To help heal dry skin and prevent its return, I recommend the following.

Stop baths and showers from worsening dry skin. When the humidity drops or your skin feels dry, be sure to: Close the bathroom door. Use warm rather than hot water. Limit your time in the shower or bath to 5 or 10 minutes. Wash with a gentle, fragrance-free cleanser. Apply enough cleanser to remove dirt and oil, avoid using so much that you see a thick lather. Blot your skin gently dry with a towel. Slather on the moisturizer immediately after drying your skin.

I like to add body oil to my moisturizer and then apply to my skin. Quit smoking. Smoking ages facial skin and skin located in other body areas. Smoking narrows the blood vessels found in the outer layer of the skin, which reduces blood flow and exhausts the skin of the nutrients and oxygen it needs to remain healthy. Quitting smoking can improve your skin health and prevent smoking-related wrinkles from forming.

Collagen and elastin give the skin its strength and elasticity. Smoking may reduce the natural elasticity of the skin by causing the breakdown of collagen and reduction of collagen production. Furthermore, the repetitive expressions that are made when smoking — such as pursing the lips — can contribute to wrinkles on the face.

If you currently smoke, the best thing that you can do for your skin health is quit. You can visit Smokefree.gov, an initiative from the National Cancer Institute (NCI), for information about quitting smoking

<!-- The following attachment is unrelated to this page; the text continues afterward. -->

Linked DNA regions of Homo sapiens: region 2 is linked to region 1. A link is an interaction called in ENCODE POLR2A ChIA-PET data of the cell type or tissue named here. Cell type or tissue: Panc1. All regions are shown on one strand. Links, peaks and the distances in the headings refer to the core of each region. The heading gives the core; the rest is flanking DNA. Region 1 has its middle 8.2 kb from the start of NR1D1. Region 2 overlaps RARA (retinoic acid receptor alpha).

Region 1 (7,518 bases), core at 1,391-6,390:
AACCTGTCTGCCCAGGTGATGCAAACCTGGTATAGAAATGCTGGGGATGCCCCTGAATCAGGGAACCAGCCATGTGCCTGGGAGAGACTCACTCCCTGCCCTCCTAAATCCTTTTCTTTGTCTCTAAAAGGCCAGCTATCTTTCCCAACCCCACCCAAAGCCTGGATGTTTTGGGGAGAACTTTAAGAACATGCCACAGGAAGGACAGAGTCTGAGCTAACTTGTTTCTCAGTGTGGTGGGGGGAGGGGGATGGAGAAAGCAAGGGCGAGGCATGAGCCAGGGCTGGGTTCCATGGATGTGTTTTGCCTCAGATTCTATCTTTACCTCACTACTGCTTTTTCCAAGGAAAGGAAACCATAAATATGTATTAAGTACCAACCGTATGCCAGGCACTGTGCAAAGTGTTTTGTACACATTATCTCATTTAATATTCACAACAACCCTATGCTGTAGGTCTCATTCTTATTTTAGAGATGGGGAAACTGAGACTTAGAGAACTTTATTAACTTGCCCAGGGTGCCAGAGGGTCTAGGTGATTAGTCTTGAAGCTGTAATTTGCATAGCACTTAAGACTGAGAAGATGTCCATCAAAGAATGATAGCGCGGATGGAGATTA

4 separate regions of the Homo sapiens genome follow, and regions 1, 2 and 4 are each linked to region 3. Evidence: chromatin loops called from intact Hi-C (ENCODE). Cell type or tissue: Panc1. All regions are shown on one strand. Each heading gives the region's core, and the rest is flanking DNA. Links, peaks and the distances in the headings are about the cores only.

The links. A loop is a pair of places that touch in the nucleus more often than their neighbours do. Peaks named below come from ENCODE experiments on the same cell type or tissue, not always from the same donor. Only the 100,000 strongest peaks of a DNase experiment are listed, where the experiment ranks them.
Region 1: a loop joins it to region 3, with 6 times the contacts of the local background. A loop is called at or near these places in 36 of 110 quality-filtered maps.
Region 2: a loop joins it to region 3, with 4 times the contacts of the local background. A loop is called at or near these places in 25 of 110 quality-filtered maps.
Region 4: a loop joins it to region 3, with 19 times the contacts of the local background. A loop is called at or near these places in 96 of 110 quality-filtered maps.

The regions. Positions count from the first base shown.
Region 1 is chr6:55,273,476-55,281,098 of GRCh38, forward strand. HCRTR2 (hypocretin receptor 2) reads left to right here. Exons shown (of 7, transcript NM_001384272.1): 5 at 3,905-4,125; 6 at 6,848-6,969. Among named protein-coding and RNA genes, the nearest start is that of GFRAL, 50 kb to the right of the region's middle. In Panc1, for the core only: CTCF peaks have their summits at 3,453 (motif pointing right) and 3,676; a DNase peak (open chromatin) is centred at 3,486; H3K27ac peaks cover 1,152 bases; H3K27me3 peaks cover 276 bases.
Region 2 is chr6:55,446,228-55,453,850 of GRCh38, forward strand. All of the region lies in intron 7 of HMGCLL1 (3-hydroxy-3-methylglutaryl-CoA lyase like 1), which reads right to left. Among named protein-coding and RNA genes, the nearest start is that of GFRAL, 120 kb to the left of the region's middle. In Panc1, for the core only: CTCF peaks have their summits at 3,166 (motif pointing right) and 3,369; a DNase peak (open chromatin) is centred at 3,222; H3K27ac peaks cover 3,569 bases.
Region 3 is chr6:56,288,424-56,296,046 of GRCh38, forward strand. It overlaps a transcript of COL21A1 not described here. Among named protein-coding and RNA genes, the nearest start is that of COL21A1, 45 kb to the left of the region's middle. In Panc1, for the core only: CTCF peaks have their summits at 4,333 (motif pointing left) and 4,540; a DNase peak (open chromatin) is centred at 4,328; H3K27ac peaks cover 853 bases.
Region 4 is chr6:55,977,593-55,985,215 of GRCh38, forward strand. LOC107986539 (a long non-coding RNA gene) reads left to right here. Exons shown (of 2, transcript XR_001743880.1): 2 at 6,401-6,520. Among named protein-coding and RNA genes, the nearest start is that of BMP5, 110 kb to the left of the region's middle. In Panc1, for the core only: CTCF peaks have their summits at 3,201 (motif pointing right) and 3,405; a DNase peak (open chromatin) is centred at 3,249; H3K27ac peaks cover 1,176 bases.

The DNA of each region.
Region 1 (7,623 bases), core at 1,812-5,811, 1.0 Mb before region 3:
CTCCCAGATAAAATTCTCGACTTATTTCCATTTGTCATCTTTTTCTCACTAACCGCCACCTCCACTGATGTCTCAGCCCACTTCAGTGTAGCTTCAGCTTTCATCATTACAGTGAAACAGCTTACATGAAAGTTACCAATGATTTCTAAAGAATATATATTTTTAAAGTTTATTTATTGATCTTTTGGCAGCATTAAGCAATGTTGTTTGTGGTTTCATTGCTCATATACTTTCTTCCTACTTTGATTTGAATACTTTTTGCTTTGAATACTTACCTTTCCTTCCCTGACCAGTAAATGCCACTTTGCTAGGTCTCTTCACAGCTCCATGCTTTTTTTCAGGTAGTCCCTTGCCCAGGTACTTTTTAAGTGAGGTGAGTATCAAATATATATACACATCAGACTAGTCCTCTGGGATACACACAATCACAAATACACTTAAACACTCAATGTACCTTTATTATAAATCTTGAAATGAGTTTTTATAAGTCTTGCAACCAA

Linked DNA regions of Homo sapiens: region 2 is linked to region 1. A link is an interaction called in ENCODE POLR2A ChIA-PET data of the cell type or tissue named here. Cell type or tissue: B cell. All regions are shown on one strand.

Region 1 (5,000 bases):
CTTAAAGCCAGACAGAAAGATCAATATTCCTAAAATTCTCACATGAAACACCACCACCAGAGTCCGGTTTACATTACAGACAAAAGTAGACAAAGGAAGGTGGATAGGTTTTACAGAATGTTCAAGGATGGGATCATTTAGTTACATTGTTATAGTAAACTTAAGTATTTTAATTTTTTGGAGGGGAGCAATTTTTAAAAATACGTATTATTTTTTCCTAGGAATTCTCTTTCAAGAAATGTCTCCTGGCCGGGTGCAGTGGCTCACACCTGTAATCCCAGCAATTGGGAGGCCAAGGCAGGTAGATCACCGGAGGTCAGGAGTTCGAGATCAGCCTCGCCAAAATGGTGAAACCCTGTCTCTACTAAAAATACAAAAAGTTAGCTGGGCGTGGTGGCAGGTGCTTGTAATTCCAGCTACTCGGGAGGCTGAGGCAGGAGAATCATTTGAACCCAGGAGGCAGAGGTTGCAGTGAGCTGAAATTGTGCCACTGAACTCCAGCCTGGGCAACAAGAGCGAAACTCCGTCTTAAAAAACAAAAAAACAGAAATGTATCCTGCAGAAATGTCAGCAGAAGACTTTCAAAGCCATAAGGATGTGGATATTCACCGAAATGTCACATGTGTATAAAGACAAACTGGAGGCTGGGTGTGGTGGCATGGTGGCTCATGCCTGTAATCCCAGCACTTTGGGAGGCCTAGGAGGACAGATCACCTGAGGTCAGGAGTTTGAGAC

Getting your beauty sleep. Getting your beauty sleep will banish those dark circles around your eyes and improve your skin tone, and, best of all, it is free.The National Sleep Foundation recommends that adults sleep for between 7 and 9 hours every day. Sleeping for under that amount of time could be detrimental to your health — and your skin, in particular.

Chronic sleep deprivation is known to be linked with obesity, immune deficiency, diabetes, and cancer, but research has shown that sleep quality may also have a significant impact on skin function and aging. People classed as poor sleepers had increased signs of premature skin aging and a decreased ability for their skin to repair itself at night from environmental stressors such as sun exposure.

During deep sleep, your body enters repair mode and regenerates skin, muscles, and blood and brain cells. Without adequate sleep, your body is unable to produce new collagen. Collagen prevents your skin from sagging. Try to get an early night and sleep for a full 7 hours to look your best. Keeping your skin healthy and young does not necessarily mean breaking the bank by purchasing expensive creams and lotions; by following these simple steps, you can make dull and lifeless skin glow.

Thanks for reading,

Susan Chapple

Lead MedSpa Technician and Educator/Instructor